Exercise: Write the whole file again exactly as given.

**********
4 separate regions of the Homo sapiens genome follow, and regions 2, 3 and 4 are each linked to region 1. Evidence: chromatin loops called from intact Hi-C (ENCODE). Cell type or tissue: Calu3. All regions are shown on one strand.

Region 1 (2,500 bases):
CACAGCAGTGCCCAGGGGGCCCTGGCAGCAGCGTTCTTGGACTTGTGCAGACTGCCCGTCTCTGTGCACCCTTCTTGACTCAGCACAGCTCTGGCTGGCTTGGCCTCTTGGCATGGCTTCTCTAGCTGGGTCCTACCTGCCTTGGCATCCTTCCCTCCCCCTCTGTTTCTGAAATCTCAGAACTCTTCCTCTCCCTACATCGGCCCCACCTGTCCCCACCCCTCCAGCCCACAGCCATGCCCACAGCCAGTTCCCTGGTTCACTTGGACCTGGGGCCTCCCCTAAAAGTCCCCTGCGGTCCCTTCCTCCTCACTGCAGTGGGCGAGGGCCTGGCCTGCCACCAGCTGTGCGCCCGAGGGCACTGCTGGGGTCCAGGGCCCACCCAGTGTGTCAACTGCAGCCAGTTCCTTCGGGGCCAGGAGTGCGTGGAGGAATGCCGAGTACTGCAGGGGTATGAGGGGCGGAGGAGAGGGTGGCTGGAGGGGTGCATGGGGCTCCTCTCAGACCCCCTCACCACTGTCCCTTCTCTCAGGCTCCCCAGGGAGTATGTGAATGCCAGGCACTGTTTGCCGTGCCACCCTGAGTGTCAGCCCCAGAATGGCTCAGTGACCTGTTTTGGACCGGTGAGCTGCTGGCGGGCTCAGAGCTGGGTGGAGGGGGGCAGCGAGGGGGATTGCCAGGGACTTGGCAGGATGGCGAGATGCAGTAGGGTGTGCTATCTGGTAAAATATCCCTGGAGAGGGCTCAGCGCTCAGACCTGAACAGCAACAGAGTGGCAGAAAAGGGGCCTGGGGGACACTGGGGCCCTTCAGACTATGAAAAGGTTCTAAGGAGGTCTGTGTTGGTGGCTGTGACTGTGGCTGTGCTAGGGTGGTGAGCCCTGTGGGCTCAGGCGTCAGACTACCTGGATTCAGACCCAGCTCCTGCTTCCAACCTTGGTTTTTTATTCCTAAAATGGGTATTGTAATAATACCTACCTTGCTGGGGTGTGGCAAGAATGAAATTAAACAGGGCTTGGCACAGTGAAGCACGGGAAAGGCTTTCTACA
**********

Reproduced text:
4 separate regions of the Homo sapiens genome follow, and regions 2, 3 and 4 are each linked to region 1. Evidence: chromatin loops called from intact Hi-C (ENCODE). Cell type or tissue: Calu3. All regions are shown on one strand.

Region 1 (2,500 bases):
CACAGCAGTGCCCAGGGGGCCCTGGCAGCAGCGTTCTTGGACTTGTGCAGACTGCCCGTCTCTGTGCACCCTTCTTGACTCAGCACAGCTCTGGCTGGCTTGGCCTCTTGGCATGGCTTCTCTAGCTGGGTCCTACCTGCCTTGGCATCCTTCCCTCCCCCTCTGTTTCTGAAATCTCAGAACTCTTCCTCTCCCTACATCGGCCCCACCTGTCCCCACCCCTCCAGCCCACAGCCATGCCCACAGCCAGTTCCCTGGTTCACTTGGACCTGGGGCCTCCCCTAAAAGTCCCCTGCGGTCCCTTCCTCCTCACTGCAGTGGGCGAGGGCCTGGCCTGCCACCAGCTGTGCGCCCGAGGGCACTGCTGGGGTCCAGGGCCCACCCAGTGTGTCAACTGCAGCCAGTTCCTTCGGGGCCAGGAGTGCGTGGAGGAATGCCGAGTACTGCAGGGGTATGAGGGGCGGAGGAGAGGGTGGCTGGAGGGGTGCATGGGGCTCCTCTCAGACCCCCTCACCACTGTCCCTTCTCTCAGGCTCCCCAGGGAGTATGTGAATGCCAGGCACTGTTTGCCGTGCCACCCTGAGTGTCAGCCCCAGAATGGCTCAGTGACCTGTTTTGGACCGGTGAGCTGCTGGCGGGCTCAGAGCTGGGTGGAGGGGGGCAGCGAGGGGGATTGCCAGGGACTTGGCAGGATGGCGAGATGCAGTAGGGTGTGCTATCTGGTAAAATATCCCTGGAGAGGGCTCAGCGCTCAGACCTGAACAGCAACAGAGTGGCAGAAAAGGGGCCTGGGGGACACTGGGGCCCTTCAGACTATGAAAAGGTTCTAAGGAGGTCTGTGTTGGTGGCTGTGACTGTGGCTGTGCTAGGGTGGTGAGCCCTGTGGGCTCAGGCGTCAGACTACCTGGATTCAGACCCAGCTCCTGCTTCCAACCTTGGTTTTTTATTCCTAAAATGGGTATTGTAATAATACCTACCTTGCTGGGGTGTGGCAAGAATGAAATTAAACAGGGCTTGGCACAGTGAAGCACGGGAAAGGCTTTCTACA